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The wind farm feeding frenzy  

Credit:  By Victoria Allen, Scottish Daily Mail, 18 June 2012 ~~

Scottish councils are being swamped with seven wind turbine planning applications a day by developers trying to cash in on millions of pounds of public subsidies.

Local authorities are being besieged by landowners hoping to secure some of the £400million paid out to green energy schemes in Britain every year.

Chancellor George Osborne has called for the subsidies to be cut by 25 per cent, with experts warning they could soon add £200 to household energy bills annually.

But the vast sums available, and the Scottish Government’s drive for all Scotland’s electricity to come from renewables by 2020, have encouraged a flood of applications.

Local authorities struggled with more than 1,800 made in the last year alone. The leader of Fife Council has written to the Scottish Government requesting a moratorium so officials can cope.

Meanwhile, a Scottish Daily Mail investigation has revealed there could be as many as 2,700 turbines in Scotland.

Susan Crosthwaite, chairman of campaign group Communities Against Wind Turbines, said: ‘What we’re seeing in Scotland is a feeding frenzy by wind developers. Many rural communities are being besieged by energy companies from across Europe keen to lure greedy landowners.

‘Massive subsidies, and a government in hock to Alex Salmond’s fantasy of Scotland as a “Saudi Arabia of renewables” make turbines a licence to print money. Planning departments already reeling from cuts are being stretched to breaking point by councils are practically helpless to stop the spread of turbines, as developers bet that the Scottish Government will overrule refusals on appeal.’

A Scottish Daily Mail investigation found some of the remotest areas face being covered in wind turbines. In Dumfries and Galloway last year there were 371 applications. Aberdeenshire, in 2011/12, received 492.

The list includes plans which went on to be rejected, and also domestic turbines built in back gardens – but these applications are dwarfed by plans for commercial wind farms, with turbines as high as the 443ft London Eye.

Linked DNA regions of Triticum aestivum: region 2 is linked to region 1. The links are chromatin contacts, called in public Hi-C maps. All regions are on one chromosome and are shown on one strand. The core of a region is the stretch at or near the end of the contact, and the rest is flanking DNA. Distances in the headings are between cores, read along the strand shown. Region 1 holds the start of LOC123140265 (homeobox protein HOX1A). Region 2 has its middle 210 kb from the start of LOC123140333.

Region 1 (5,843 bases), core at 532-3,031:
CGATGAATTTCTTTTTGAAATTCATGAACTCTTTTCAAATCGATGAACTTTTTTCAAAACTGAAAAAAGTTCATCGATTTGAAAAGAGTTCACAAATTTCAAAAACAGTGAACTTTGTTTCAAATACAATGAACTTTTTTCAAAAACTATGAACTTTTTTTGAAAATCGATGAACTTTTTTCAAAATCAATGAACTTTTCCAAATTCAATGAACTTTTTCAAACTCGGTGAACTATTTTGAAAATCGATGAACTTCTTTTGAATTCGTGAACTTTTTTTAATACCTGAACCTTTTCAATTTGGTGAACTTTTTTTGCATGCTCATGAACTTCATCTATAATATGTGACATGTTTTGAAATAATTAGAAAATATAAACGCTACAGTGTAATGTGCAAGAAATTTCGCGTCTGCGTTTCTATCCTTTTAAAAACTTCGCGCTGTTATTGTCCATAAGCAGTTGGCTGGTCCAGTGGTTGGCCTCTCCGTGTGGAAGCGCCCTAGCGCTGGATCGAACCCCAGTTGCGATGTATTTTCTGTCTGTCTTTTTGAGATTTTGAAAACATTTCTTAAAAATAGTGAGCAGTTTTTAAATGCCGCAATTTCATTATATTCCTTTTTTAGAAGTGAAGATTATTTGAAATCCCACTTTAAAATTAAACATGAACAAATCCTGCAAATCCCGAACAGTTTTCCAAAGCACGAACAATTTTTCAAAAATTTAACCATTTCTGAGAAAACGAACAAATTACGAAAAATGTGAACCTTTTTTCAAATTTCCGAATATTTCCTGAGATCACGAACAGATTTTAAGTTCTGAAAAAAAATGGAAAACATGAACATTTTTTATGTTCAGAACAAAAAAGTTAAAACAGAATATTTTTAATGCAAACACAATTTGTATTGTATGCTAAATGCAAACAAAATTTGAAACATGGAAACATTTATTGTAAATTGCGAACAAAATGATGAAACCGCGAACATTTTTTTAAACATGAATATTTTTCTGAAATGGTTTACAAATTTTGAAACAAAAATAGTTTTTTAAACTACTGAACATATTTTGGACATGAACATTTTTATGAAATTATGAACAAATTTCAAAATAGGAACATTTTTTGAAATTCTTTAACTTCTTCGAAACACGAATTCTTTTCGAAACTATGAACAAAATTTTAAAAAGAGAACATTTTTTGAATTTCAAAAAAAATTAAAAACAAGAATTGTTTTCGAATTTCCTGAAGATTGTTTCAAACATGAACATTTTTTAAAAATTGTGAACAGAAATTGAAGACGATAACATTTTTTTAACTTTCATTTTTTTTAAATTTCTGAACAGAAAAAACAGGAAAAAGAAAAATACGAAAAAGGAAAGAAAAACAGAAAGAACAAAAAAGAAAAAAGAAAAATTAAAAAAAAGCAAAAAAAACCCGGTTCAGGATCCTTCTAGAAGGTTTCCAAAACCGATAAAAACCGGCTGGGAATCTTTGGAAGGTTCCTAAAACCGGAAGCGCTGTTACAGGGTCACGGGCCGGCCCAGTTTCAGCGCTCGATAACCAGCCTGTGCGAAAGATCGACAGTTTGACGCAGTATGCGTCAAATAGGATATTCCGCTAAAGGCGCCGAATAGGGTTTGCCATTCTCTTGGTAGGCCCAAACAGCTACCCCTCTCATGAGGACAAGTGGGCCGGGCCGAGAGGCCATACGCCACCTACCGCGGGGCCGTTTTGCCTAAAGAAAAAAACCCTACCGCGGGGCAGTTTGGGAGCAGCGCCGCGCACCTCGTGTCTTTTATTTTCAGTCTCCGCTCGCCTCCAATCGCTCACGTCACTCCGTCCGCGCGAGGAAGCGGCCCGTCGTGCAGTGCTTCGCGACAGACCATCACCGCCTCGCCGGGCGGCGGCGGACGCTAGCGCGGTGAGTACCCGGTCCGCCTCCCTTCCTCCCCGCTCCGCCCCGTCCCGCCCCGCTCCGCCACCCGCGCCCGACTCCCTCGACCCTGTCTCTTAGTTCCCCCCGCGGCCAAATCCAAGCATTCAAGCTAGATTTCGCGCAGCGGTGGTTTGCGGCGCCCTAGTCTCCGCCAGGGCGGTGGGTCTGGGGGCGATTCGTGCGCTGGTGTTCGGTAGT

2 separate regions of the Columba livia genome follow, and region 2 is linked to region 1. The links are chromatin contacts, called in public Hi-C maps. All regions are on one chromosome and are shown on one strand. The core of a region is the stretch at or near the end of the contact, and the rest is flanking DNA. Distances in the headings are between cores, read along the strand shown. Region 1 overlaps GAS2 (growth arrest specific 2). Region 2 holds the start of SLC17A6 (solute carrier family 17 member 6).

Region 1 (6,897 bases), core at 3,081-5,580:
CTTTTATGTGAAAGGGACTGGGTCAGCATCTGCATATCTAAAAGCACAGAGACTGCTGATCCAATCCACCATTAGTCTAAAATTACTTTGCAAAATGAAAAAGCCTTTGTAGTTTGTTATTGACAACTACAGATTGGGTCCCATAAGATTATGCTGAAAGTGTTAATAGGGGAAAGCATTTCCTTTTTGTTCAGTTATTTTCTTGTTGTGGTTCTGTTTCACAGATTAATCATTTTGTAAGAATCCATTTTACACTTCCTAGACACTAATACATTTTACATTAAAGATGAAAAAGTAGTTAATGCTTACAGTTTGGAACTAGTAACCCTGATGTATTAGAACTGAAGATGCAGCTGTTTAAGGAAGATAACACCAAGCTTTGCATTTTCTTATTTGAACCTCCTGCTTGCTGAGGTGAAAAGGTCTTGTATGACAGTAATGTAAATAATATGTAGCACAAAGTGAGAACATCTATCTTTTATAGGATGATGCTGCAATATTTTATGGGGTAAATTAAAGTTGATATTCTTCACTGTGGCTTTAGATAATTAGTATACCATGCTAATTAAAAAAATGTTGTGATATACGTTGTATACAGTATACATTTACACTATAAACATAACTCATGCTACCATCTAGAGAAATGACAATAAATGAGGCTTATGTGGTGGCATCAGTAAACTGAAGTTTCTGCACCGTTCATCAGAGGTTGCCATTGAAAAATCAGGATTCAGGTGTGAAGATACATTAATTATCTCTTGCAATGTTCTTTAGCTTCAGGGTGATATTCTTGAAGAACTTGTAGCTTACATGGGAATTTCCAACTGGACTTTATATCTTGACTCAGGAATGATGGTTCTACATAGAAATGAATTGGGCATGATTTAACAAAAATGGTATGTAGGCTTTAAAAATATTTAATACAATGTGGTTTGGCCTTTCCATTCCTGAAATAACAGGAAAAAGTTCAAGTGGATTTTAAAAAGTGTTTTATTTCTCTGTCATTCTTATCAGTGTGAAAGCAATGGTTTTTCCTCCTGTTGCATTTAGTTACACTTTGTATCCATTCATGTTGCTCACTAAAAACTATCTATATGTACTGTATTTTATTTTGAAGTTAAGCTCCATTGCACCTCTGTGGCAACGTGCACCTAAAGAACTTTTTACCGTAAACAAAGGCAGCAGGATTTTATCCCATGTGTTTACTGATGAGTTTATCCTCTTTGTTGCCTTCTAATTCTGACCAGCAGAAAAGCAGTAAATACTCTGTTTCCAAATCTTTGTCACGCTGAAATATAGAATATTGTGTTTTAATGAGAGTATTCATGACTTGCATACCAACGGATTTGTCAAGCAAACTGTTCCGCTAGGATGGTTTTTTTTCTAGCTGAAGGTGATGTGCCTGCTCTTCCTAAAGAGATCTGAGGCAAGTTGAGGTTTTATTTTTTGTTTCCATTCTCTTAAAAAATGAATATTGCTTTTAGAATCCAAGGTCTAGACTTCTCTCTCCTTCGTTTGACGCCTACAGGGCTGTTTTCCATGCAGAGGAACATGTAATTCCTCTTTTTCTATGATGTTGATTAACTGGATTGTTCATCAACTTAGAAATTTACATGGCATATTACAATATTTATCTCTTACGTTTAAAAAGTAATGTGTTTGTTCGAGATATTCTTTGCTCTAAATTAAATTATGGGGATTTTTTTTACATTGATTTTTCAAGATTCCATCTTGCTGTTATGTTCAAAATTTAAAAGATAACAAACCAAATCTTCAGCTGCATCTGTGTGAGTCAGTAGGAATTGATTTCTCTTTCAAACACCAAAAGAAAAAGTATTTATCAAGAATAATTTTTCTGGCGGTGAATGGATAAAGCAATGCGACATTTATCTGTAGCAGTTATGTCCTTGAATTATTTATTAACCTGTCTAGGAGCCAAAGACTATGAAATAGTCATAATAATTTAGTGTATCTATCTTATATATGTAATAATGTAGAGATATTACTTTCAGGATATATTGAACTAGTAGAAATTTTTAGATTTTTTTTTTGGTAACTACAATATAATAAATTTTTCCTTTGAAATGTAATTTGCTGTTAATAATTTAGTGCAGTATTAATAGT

Scotland’s 32 councils were hit with 1,801 applications in 2011 – more than seven for each working day. Fife had 134 for wind farms and turbines and a total of 399 for renewables projects.

Fife Council leader, Labour councillor Alex Rowley, has ordered planners to stop rubberstamping applications until a public consultation is held.

He said: ‘We will be writing to the Scottish Government to put a case for a moratorium on all wind turbine applications while a consultation is under way.

‘Too many developers are being opportunistic with applications for areas not appropriate for wind turbines.’

Conservative energy spokesman Mary Scanlon said: ‘Local authorities across Scotland are being overwhelmed with applications for wind farms. Often these applications are speculative. The SNP’s target of 100 per cent renewable energy is driving this surge.’

It has also emerged that the Nationalists have no idea how many wind turbines have already been built. Trade association Scottish Renewables estimates there are 1,400 to 1,800.

A Scottish Government spokeswoman said: ‘We want to see the right developments in the right places. Planning authorities, and where appropriate the Scottish Government, will only allow renewables developments to be built where the impacts have been found to be acceptable.

‘Each case is assessed on its merits.’

Source:  By Victoria Allen, Scottish Daily Mail, 18 June 2012

This article is the work of the source indicated. Any opinions expressed in it are not necessarily those of National Wind Watch.

The copyright of this article resides with the author or publisher indicated. As part of its noncommercial effort to present the environmental, social, scientific, and economic issues of large-scale wind power development to a global audience seeking such information, National Wind Watch endeavors to observe “fair use” as provided for in section 107 of U.S. Copyright Law and similar “fair dealing” provisions of the copyright laws of other nations. Send requests to excerpt, general inquiries, and comments via e-mail.

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